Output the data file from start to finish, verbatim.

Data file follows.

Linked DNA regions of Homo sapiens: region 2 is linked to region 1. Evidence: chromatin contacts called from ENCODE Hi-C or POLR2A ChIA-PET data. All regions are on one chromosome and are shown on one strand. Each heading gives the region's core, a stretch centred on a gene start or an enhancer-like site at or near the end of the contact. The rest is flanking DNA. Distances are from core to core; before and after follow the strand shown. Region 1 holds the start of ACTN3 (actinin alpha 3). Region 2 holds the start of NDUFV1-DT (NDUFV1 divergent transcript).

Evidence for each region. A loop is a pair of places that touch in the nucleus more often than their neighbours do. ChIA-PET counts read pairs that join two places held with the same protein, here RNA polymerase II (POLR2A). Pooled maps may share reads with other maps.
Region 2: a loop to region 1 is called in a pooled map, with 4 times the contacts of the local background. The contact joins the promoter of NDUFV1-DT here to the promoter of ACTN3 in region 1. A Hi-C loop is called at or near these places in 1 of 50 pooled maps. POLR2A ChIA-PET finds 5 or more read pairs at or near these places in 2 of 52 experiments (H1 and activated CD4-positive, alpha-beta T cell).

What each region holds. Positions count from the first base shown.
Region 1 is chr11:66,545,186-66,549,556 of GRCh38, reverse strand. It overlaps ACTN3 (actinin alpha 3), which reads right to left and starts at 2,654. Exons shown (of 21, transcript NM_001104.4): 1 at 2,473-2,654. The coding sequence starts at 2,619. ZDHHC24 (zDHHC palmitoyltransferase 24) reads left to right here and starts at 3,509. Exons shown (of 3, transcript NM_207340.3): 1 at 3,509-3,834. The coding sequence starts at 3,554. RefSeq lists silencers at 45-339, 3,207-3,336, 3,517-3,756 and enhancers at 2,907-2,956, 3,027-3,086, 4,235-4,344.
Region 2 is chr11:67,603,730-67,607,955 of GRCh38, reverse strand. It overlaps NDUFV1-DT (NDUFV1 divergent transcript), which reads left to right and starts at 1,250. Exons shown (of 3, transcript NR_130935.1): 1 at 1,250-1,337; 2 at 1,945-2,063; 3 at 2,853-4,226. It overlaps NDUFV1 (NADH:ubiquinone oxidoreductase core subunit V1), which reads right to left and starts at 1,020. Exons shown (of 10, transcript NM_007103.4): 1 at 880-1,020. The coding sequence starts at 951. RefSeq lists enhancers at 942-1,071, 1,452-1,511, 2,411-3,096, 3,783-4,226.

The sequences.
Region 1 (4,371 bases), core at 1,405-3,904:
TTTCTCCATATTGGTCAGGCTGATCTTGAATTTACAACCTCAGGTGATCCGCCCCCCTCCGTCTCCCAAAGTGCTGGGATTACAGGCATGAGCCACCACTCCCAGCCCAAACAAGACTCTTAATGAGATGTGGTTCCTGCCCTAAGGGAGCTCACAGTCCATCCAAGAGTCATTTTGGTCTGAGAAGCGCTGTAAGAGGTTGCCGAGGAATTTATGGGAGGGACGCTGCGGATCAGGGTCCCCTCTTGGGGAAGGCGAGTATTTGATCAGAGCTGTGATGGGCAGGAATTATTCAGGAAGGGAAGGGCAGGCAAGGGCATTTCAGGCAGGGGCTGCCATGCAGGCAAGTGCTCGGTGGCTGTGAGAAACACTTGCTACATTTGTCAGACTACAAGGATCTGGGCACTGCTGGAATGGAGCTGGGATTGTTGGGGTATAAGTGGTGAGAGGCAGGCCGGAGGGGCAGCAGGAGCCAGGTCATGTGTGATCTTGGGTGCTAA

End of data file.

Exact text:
Linked DNA regions of Homo sapiens: region 2 is linked to region 1. Evidence: chromatin contacts called from ENCODE Hi-C or POLR2A ChIA-PET data. All regions are on one chromosome and are shown on one strand. Each heading gives the region's core, a stretch centred on a gene start or an enhancer-like site at or near the end of the contact. The rest is flanking DNA. Distances are from core to core; before and after follow the strand shown. Region 1 holds the start of ACTN3 (actinin alpha 3). Region 2 holds the start of NDUFV1-DT (NDUFV1 divergent transcript).

Evidence for each region. A loop is a pair of places that touch in the nucleus more often than their neighbours do. ChIA-PET counts read pairs that join two places held with the same protein, here RNA polymerase II (POLR2A). Pooled maps may share reads with other maps.
Region 2: a loop to region 1 is called in a pooled map, with 4 times the contacts of the local background. The contact joins the promoter of NDUFV1-DT here to the promoter of ACTN3 in region 1. A Hi-C loop is called at or near these places in 1 of 50 pooled maps. POLR2A ChIA-PET finds 5 or more read pairs at or near these places in 2 of 52 experiments (H1 and activated CD4-positive, alpha-beta T cell).

What each region holds. Positions count from the first base shown.
Region 1 is chr11:66,545,186-66,549,556 of GRCh38, reverse strand. It overlaps ACTN3 (actinin alpha 3), which reads right to left and starts at 2,654. Exons shown (of 21, transcript NM_001104.4): 1 at 2,473-2,654. The coding sequence starts at 2,619. ZDHHC24 (zDHHC palmitoyltransferase 24) reads left to right here and starts at 3,509. Exons shown (of 3, transcript NM_207340.3): 1 at 3,509-3,834. The coding sequence starts at 3,554. RefSeq lists silencers at 45-339, 3,207-3,336, 3,517-3,756 and enhancers at 2,907-2,956, 3,027-3,086, 4,235-4,344.
Region 2 is chr11:67,603,730-67,607,955 of GRCh38, reverse strand. It overlaps NDUFV1-DT (NDUFV1 divergent transcript), which reads left to right and starts at 1,250. Exons shown (of 3, transcript NR_130935.1): 1 at 1,250-1,337; 2 at 1,945-2,063; 3 at 2,853-4,226. It overlaps NDUFV1 (NADH:ubiquinone oxidoreductase core subunit V1), which reads right to left and starts at 1,020. Exons shown (of 10, transcript NM_007103.4): 1 at 880-1,020. The coding sequence starts at 951. RefSeq lists enhancers at 942-1,071, 1,452-1,511, 2,411-3,096, 3,783-4,226.

The sequences.
Region 1 (4,371 bases), core at 1,405-3,904:
TTTCTCCATATTGGTCAGGCTGATCTTGAATTTACAACCTCAGGTGATCCGCCCCCCTCCGTCTCCCAAAGTGCTGGGATTACAGGCATGAGCCACCACTCCCAGCCCAAACAAGACTCTTAATGAGATGTGGTTCCTGCCCTAAGGGAGCTCACAGTCCATCCAAGAGTCATTTTGGTCTGAGAAGCGCTGTAAGAGGTTGCCGAGGAATTTATGGGAGGGACGCTGCGGATCAGGGTCCCCTCTTGGGGAAGGCGAGTATTTGATCAGAGCTGTGATGGGCAGGAATTATTCAGGAAGGGAAGGGCAGGCAAGGGCATTTCAGGCAGGGGCTGCCATGCAGGCAAGTGCTCGGTGGCTGTGAGAAACACTTGCTACATTTGTCAGACTACAAGGATCTGGGCACTGCTGGAATGGAGCTGGGATTGTTGGGGTATAAGTGGTGAGAGGCAGGCCGGAGGGGCAGCAGGAGCCAGGTCATGTGTGATCTTGGGTGCTAA